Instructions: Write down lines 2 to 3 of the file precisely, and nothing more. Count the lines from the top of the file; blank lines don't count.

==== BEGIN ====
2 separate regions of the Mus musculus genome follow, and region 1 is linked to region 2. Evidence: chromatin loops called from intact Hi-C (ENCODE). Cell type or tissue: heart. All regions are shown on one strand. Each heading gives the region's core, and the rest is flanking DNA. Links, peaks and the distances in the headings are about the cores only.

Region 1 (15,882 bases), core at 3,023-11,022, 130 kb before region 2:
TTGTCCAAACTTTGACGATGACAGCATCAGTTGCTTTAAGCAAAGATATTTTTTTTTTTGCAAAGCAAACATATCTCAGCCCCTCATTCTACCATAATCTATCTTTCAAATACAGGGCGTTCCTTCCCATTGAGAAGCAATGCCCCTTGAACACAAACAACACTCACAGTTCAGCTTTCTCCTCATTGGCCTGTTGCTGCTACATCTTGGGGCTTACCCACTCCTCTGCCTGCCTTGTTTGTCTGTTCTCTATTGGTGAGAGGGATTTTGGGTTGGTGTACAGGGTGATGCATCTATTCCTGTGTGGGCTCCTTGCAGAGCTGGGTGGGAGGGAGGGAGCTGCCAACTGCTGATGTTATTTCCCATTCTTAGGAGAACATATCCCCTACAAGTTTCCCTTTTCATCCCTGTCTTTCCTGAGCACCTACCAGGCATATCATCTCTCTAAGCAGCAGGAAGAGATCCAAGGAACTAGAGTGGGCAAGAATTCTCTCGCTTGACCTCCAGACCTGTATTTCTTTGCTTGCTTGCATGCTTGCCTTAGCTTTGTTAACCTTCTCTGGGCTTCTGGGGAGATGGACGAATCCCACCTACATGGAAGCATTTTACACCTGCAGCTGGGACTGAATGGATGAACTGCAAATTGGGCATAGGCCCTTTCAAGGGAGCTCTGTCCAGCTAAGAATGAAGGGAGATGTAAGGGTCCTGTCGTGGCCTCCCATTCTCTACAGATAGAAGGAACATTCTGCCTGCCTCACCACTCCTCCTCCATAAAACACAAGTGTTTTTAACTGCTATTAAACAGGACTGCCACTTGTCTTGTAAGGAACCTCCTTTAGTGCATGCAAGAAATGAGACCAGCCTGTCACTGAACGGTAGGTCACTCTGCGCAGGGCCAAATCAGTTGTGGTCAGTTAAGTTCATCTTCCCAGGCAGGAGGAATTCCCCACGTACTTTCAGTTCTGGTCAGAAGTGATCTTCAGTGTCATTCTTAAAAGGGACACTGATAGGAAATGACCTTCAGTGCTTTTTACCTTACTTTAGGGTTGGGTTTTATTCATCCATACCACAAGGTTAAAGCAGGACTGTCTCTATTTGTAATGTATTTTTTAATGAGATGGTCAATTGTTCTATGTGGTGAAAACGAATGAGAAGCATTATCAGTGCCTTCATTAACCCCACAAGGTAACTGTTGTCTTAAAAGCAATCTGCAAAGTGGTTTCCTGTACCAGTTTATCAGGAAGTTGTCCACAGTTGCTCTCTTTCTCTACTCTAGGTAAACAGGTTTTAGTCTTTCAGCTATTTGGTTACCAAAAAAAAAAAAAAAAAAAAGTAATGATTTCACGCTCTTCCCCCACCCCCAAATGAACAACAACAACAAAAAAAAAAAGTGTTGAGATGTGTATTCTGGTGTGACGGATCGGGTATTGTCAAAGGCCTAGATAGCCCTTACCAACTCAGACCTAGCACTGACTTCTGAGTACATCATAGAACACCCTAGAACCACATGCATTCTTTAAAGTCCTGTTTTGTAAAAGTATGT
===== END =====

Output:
Region 1 (15,882 bases), core at 3,023-11,022, 130 kb before region 2:
TTGTCCAAACTTTGACGATGACAGCATCAGTTGCTTTAAGCAAAGATATTTTTTTTTTTGCAAAGCAAACATATCTCAGCCCCTCATTCTACCATAATCTATCTTTCAAATACAGGGCGTTCCTTCCCATTGAGAAGCAATGCCCCTTGAACACAAACAACACTCACAGTTCAGCTTTCTCCTCATTGGCCTGTTGCTGCTACATCTTGGGGCTTACCCACTCCTCTGCCTGCCTTGTTTGTCTGTTCTCTATTGGTGAGAGGGATTTTGGGTTGGTGTACAGGGTGATGCATCTATTCCTGTGTGGGCTCCTTGCAGAGCTGGGTGGGAGGGAGGGAGCTGCCAACTGCTGATGTTATTTCCCATTCTTAGGAGAACATATCCCCTACAAGTTTCCCTTTTCATCCCTGTCTTTCCTGAGCACCTACCAGGCATATCATCTCTCTAAGCAGCAGGAAGAGATCCAAGGAACTAGAGTGGGCAAGAATTCTCTCGCTTGACCTCCAGACCTGTATTTCTTTGCTTGCTTGCATGCTTGCCTTAGCTTTGTTAACCTTCTCTGGGCTTCTGGGGAGATGGACGAATCCCACCTACATGGAAGCATTTTACACCTGCAGCTGGGACTGAATGGATGAACTGCAAATTGGGCATAGGCCCTTTCAAGGGAGCTCTGTCCAGCTAAGAATGAAGGGAGATGTAAGGGTCCTGTCGTGGCCTCCCATTCTCTACAGATAGAAGGAACATTCTGCCTGCCTCACCACTCCTCCTCCATAAAACACAAGTGTTTTTAACTGCTATTAAACAGGACTGCCACTTGTCTTGTAAGGAACCTCCTTTAGTGCATGCAAGAAATGAGACCAGCCTGTCACTGAACGGTAGGTCACTCTGCGCAGGGCCAAATCAGTTGTGGTCAGTTAAGTTCATCTTCCCAGGCAGGAGGAATTCCCCACGTACTTTCAGTTCTGGTCAGAAGTGATCTTCAGTGTCATTCTTAAAAGGGACACTGATAGGAAATGACCTTCAGTGCTTTTTACCTTACTTTAGGGTTGGGTTTTATTCATCCATACCACAAGGTTAAAGCAGGACTGTCTCTATTTGTAATGTATTTTTTAATGAGATGGTCAATTGTTCTATGTGGTGAAAACGAATGAGAAGCATTATCAGTGCCTTCATTAACCCCACAAGGTAACTGTTGTCTTAAAAGCAATCTGCAAAGTGGTTTCCTGTACCAGTTTATCAGGAAGTTGTCCACAGTTGCTCTCTTTCTCTACTCTAGGTAAACAGGTTTTAGTCTTTCAGCTATTTGGTTACCAAAAAAAAAAAAAAAAAAAAGTAATGATTTCACGCTCTTCCCCCACCCCCAAATGAACAACAACAACAAAAAAAAAAAGTGTTGAGATGTGTATTCTGGTGTGACGGATCGGGTATTGTCAAAGGCCTAGATAGCCCTTACCAACTCAGACCTAGCACTGACTTCTGAGTACATCATAGAACACCCTAGAACCACATGCATTCTTTAAAGTCCTGTTTTGTAAAAGTATGT